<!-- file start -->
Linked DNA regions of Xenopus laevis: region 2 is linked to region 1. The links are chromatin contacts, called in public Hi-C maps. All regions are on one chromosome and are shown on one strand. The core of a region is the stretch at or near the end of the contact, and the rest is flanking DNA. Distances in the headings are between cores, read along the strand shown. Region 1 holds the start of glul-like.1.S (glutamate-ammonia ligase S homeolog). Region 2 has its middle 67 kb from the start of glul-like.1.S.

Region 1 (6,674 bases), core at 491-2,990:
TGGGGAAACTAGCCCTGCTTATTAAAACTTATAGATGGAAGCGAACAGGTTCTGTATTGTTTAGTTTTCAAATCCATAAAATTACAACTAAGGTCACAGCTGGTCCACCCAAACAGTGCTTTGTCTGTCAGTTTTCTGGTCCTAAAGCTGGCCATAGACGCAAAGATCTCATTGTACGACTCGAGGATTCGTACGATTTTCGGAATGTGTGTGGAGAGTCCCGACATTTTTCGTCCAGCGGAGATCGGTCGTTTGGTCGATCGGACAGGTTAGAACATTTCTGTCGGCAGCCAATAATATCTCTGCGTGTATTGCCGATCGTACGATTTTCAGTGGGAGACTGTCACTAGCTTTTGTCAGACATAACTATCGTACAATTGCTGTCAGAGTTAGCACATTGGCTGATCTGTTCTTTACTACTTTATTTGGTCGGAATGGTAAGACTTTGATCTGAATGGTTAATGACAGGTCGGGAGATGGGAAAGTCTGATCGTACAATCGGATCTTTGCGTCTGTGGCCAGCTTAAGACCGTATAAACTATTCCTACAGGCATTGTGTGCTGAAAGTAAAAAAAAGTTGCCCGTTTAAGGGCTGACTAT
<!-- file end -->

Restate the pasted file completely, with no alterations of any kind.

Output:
Linked DNA regions of Xenopus laevis: region 2 is linked to region 1. The links are chromatin contacts, called in public Hi-C maps. All regions are on one chromosome and are shown on one strand. The core of a region is the stretch at or near the end of the contact, and the rest is flanking DNA. Distances in the headings are between cores, read along the strand shown. Region 1 holds the start of glul-like.1.S (glutamate-ammonia ligase S homeolog). Region 2 has its middle 67 kb from the start of glul-like.1.S.

Region 1 (6,674 bases), core at 491-2,990:
TGGGGAAACTAGCCCTGCTTATTAAAACTTATAGATGGAAGCGAACAGGTTCTGTATTGTTTAGTTTTCAAATCCATAAAATTACAACTAAGGTCACAGCTGGTCCACCCAAACAGTGCTTTGTCTGTCAGTTTTCTGGTCCTAAAGCTGGCCATAGACGCAAAGATCTCATTGTACGACTCGAGGATTCGTACGATTTTCGGAATGTGTGTGGAGAGTCCCGACATTTTTCGTCCAGCGGAGATCGGTCGTTTGGTCGATCGGACAGGTTAGAACATTTCTGTCGGCAGCCAATAATATCTCTGCGTGTATTGCCGATCGTACGATTTTCAGTGGGAGACTGTCACTAGCTTTTGTCAGACATAACTATCGTACAATTGCTGTCAGAGTTAGCACATTGGCTGATCTGTTCTTTACTACTTTATTTGGTCGGAATGGTAAGACTTTGATCTGAATGGTTAATGACAGGTCGGGAGATGGGAAAGTCTGATCGTACAATCGGATCTTTGCGTCTGTGGCCAGCTTAAGACCGTATAAACTATTCCTACAGGCATTGTGTGCTGAAAGTAAAAAAAAGTTGCCCGTTTAAGGGCTGACTAT